I mean, it is theoretically possible for you to get the same plant genome using these two techniques. Obviously the probability of this happening is vanishingly small, but it is theoretically possible. And if that happened, what the critics of GM would say is that if you use the GM method to get there, then it is incredibly dangerous and needs 20 years of testing before release, whereas if you use the random, who-knows-what-the-f^&k-is-going-on method, then you can grow organic crops with it right now…..

            But that pales in comparison the second example. Bt products.

            Bacillus thuringiensis (Bt) is a spore forming bacteria that is used as a pesticide in organic farming. Sorry, did I say “pesticide”? I meant “biological control” (because organic farmers don’t use pesticides). So the crop is sprayed with the bacteria and one of the many (hundreds? thousands?) of proteins in the Bt organism kills the pests. Sure the crop washed, etc, but if you think that will remove all of the Bt spores, ummm….well, it won’t. Along comes the evil Monsanto and takes the DNA code for the single effective Bt protein and inserts it into the crop. One protein of known function, the toxicology of which is well established. And that now requires incredible amounts of testing because it may cause some unspecified disease in twenty years? I mean, any argument for the GM crop being dangerous can be equally applied to the organic crop.

            To summarize: spraying crops with viable spores of a bacterial pathogen is the paradigm of food safety. But genetically engineering crops to make a specific protein from that pathogen is somehow incredibly dangerous. Hmmm….seems there is a serious logical fallacy there, doesn’t it? What am I missing?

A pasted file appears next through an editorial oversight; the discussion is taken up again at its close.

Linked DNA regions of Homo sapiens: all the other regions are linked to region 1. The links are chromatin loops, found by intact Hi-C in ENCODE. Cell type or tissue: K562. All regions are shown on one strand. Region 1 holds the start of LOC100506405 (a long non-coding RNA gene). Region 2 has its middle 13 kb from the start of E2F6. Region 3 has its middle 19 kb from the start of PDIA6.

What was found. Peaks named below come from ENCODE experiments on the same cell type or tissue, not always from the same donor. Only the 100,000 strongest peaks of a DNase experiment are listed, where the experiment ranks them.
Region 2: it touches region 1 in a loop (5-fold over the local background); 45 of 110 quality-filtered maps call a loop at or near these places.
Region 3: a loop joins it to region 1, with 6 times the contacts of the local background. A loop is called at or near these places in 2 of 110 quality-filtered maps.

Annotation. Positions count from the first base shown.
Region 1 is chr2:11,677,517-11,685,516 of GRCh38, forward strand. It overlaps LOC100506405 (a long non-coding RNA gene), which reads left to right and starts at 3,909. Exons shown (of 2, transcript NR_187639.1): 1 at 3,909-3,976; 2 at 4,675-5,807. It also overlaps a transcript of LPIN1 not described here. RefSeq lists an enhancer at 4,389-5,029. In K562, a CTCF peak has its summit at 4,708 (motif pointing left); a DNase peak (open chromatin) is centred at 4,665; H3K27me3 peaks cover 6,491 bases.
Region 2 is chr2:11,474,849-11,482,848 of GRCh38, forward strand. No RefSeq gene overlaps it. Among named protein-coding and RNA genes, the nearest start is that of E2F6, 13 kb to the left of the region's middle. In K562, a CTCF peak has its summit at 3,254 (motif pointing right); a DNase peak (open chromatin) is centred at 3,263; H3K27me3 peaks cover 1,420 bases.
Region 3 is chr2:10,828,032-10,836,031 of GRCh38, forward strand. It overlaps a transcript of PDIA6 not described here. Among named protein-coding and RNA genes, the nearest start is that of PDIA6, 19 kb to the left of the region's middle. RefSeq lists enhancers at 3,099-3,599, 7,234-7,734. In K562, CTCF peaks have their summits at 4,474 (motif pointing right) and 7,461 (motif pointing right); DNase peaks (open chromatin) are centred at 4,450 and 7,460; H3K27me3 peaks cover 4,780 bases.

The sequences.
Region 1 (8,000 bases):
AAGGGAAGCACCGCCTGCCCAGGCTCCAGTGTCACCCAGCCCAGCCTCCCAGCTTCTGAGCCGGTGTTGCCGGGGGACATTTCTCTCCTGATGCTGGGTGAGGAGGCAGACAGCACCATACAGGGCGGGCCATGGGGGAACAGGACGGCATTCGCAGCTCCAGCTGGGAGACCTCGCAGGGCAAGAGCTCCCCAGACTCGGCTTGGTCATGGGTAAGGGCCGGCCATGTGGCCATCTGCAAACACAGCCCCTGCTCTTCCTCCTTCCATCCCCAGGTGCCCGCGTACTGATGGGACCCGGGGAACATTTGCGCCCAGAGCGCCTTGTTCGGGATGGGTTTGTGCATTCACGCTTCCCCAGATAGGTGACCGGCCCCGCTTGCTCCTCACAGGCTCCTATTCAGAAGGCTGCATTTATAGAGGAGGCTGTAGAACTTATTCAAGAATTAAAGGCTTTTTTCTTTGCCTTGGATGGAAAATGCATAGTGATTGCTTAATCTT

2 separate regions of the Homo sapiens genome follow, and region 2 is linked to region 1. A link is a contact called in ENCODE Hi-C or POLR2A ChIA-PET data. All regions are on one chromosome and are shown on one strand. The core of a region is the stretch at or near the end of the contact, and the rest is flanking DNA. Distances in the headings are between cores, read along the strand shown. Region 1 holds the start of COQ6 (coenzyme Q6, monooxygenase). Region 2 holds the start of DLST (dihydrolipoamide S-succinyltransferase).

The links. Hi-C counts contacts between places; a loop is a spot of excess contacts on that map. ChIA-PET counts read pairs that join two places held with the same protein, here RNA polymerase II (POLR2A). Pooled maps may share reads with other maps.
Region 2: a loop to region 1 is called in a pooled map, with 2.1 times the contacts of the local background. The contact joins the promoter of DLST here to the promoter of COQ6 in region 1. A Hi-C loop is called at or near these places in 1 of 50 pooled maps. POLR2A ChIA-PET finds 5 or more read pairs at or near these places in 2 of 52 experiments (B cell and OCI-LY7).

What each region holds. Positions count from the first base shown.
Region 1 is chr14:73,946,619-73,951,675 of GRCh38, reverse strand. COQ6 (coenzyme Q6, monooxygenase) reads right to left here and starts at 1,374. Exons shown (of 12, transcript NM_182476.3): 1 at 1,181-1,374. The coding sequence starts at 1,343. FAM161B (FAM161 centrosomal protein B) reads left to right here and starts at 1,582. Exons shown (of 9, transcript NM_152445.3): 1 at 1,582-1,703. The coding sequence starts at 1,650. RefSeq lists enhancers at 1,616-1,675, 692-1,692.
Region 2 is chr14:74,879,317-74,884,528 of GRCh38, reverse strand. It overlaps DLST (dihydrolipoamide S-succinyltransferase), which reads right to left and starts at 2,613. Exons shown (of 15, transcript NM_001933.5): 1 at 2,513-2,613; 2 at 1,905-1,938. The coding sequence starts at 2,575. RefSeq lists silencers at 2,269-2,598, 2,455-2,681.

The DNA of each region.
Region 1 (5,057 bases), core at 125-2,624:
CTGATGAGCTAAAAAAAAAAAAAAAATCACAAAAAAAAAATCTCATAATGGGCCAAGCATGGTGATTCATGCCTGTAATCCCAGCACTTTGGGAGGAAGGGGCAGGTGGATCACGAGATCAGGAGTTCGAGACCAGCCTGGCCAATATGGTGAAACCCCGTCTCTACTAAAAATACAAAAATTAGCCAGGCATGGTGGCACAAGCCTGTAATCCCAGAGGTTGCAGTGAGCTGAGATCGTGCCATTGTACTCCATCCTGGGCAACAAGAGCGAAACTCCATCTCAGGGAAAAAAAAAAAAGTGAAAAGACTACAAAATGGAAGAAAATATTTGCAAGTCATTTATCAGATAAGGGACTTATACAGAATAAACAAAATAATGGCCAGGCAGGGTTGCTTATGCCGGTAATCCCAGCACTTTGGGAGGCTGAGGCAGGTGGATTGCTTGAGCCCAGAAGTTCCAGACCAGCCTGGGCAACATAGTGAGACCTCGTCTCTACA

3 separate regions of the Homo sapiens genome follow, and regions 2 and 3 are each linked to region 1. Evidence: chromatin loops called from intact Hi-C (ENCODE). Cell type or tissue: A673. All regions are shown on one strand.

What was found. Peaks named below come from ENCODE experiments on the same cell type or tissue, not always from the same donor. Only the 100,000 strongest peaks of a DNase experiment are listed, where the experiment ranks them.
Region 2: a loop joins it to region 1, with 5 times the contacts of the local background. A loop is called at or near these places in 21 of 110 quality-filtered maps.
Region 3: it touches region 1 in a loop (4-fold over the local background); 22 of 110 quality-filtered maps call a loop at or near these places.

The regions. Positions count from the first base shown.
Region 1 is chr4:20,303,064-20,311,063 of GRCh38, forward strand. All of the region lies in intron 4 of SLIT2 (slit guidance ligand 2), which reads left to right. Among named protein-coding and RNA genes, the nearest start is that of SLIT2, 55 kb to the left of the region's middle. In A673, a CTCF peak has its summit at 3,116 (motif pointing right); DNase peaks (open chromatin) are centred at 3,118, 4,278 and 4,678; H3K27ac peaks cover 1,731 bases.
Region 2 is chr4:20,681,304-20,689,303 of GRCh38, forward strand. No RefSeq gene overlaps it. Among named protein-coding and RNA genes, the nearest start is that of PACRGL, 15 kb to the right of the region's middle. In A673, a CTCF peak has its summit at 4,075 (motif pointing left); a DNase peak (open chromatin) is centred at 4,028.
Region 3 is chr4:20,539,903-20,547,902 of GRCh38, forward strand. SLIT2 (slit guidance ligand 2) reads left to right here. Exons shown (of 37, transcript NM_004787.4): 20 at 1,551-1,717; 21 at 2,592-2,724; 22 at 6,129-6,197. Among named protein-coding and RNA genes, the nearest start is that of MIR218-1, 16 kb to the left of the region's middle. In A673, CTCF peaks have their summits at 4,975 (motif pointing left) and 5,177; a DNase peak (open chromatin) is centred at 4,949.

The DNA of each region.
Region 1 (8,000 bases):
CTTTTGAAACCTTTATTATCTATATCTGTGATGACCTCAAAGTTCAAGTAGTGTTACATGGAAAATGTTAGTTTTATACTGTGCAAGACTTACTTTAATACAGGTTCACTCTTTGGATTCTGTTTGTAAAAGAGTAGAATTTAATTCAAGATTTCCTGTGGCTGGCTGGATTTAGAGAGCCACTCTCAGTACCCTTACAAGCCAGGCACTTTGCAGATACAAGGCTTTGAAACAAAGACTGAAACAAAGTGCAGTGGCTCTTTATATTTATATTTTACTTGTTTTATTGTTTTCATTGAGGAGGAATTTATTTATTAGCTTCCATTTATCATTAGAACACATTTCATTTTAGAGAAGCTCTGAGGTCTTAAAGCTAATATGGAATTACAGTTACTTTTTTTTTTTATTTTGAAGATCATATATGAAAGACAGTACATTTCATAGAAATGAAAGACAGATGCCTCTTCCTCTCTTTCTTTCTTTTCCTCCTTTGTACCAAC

And for the record, I don’t work for a agricultural company or own stocks in one, so I have no dog in this fight – except the (idealistic) drive to expose appalling hypocrisy when I see it. I do have a background in chemical engineering and molecular biology however, so I do understand the technology better than most.

    2. Roger Bigod

      I thought Zeroing In on Cancer had a good recap of the history. He made it clear that cancer is now understood as a multiplicity of genetic diseases, with corresponding requirements for multiple treatments.

      I agree he glossed over the issues. For a treatment to be available the resources have to be allocated for research, development and treatment. Financial considerations will always be important in the allocations. But many people think they play an unhealthy role at present. He’s tapping into that dissatisfaction without getting specific.

      Still, there was an interesting contrast between the order, insight and hopefulness of the science and the ugly conflicts of the payment process. Sometimes the real world is like that.